Clinic students document lessons learned outside the classroom

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Via HLS News

This March, several teams of HLS students used their Spring Break to work on a number of humanitarian projects, including documenting property rights issues in the Mississippi Delta, working with asylum seekers in detention centers at the Texas border, and helping undocumented immigrants in Chicago with their applications for permission to stay in the U.S. With photos and blog posts, students documented the lessons they learned about the law outside the classroom. Read more below.

Alternative spring break trips for students are developed and sponsored by theOffice of Clinical and Pro Bono Programs. This is the 11th year that the Office of Clinical and Pro Bono Programs has funded; The trips originated in response to Hurricane Katrina in 2005, when students went to New Orleans to assist displaced families.

Colin Ross ’16: documenting the heirs property system in Mississippi

There had been a murder in the town of Clarksdale, Mississippi—the third in a month; A high number for a town of just over 17,000 in the heart of the Mississippi Delta. The crowd had gathered in the street to hold a nighttime candlelight vigil to remember and honor the victim. Towards the back of the crowd, the police chief and other plainclothes police officers silently observed the scene. The vigil ended with the release of balloons and with prayer. Maybe locals more steeped in past tragedies, and who may have seen such vigils come and go without result in the past, would have said differently, but to this Harvard outsider at least, there was an energy on that dark street. Continue reading

Isabel Broer ’16: community lawyering with CALA in Chicago

We were in Chicago to support the work of the Community Activism Law Alliance(CALA). Founded in late 2014 by HLS alumnus Lam Ho’08 with a seed grant from Public Service Venture Fund, CALA endeavors to bring free legal services to some of Chicago’s most disadvantaged communities. CALA practices “community activism lawyering,” which prioritizes meaningful collaboration with and grassroots activism in the communities it serves. Continue reading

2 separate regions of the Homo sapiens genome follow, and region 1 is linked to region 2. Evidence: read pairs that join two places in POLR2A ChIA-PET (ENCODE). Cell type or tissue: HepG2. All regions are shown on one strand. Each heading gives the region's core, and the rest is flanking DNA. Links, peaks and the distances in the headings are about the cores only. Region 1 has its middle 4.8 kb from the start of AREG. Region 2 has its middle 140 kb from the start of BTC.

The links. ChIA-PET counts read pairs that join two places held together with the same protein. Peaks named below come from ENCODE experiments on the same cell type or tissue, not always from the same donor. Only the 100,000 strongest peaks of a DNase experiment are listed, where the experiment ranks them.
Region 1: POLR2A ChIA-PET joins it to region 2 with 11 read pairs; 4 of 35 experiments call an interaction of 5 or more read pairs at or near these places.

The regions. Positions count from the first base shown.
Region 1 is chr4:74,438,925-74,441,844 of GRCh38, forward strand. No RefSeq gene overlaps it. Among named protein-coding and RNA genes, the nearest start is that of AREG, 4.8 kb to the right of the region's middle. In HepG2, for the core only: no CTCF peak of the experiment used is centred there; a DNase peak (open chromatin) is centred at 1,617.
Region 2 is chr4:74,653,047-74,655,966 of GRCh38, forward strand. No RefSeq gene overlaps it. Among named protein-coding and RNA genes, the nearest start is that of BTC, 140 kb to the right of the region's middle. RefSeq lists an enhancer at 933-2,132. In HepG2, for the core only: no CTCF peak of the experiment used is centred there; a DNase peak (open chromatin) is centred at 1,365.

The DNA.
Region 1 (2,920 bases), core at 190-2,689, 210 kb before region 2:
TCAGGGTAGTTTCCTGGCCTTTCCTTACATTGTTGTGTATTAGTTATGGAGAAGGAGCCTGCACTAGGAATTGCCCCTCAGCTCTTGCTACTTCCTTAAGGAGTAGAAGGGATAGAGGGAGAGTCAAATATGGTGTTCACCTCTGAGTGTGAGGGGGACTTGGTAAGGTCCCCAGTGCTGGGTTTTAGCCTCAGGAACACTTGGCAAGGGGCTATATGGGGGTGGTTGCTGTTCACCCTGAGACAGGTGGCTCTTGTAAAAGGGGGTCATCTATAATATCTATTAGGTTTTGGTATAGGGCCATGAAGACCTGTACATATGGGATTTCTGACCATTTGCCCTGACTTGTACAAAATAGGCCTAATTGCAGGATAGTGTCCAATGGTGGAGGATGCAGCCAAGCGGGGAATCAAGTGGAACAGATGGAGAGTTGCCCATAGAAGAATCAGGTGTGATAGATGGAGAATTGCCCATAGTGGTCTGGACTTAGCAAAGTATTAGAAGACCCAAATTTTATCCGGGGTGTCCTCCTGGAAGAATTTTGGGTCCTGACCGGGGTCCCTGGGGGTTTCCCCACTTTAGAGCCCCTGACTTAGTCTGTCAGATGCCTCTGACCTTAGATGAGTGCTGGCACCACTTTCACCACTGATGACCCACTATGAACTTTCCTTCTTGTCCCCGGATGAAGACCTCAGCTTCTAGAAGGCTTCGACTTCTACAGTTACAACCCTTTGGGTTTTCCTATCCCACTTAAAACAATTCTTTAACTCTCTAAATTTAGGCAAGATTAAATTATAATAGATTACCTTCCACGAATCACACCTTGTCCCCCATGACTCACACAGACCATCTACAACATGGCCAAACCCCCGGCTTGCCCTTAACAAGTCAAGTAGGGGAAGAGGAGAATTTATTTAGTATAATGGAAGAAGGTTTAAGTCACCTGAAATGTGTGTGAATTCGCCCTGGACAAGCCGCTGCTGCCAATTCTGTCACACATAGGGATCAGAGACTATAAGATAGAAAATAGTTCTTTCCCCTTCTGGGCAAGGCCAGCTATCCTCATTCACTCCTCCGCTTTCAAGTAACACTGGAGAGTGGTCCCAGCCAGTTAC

Mojca Nadles LL.M. ’15: asylum representation in Texas

After a brief orientation, we headed to the Port IsabelDetention Center and got started interviewing clients right away. Our clients were all young men from Somalia who had survived against incredible odds and made the extremely long journey from Somalia to Texas. As volunteers, we conducted extensive interviews to collect all the information we would need to fill out the clients’ asylum applications in a way that would make it clear to the immigration judge that they had a well-founded fear of persecution if they returned to Somalia. Continue reading

Spring break road trips lead to the clinic, the delta, and the desert

Via HLS News

Developed and sponsored by the Office of Clinical and Pro Bono Programs, several teams of HLS students traveled across the US to work with humanitarians along the Arizona border, Bostonians trying to seal their criminal records, immigrants in Texas and children in the Mississippi Delta.

This is the 10th year that the Office of Clinical and Pro Bono Programs has funded alternative spring break trips for students. These trips originated in response to Hurricane Katrina in 2005, when students went to New Orleans to assist displaced families. “These trips have provided students with unique experiences. Students often come back from these trips and remark on how eye-opening and transformative their trip was,” said Lisa Dealy, Assistant Dean for Clinical and Pro Bono Programs.

Continue reading the full story on HLS News.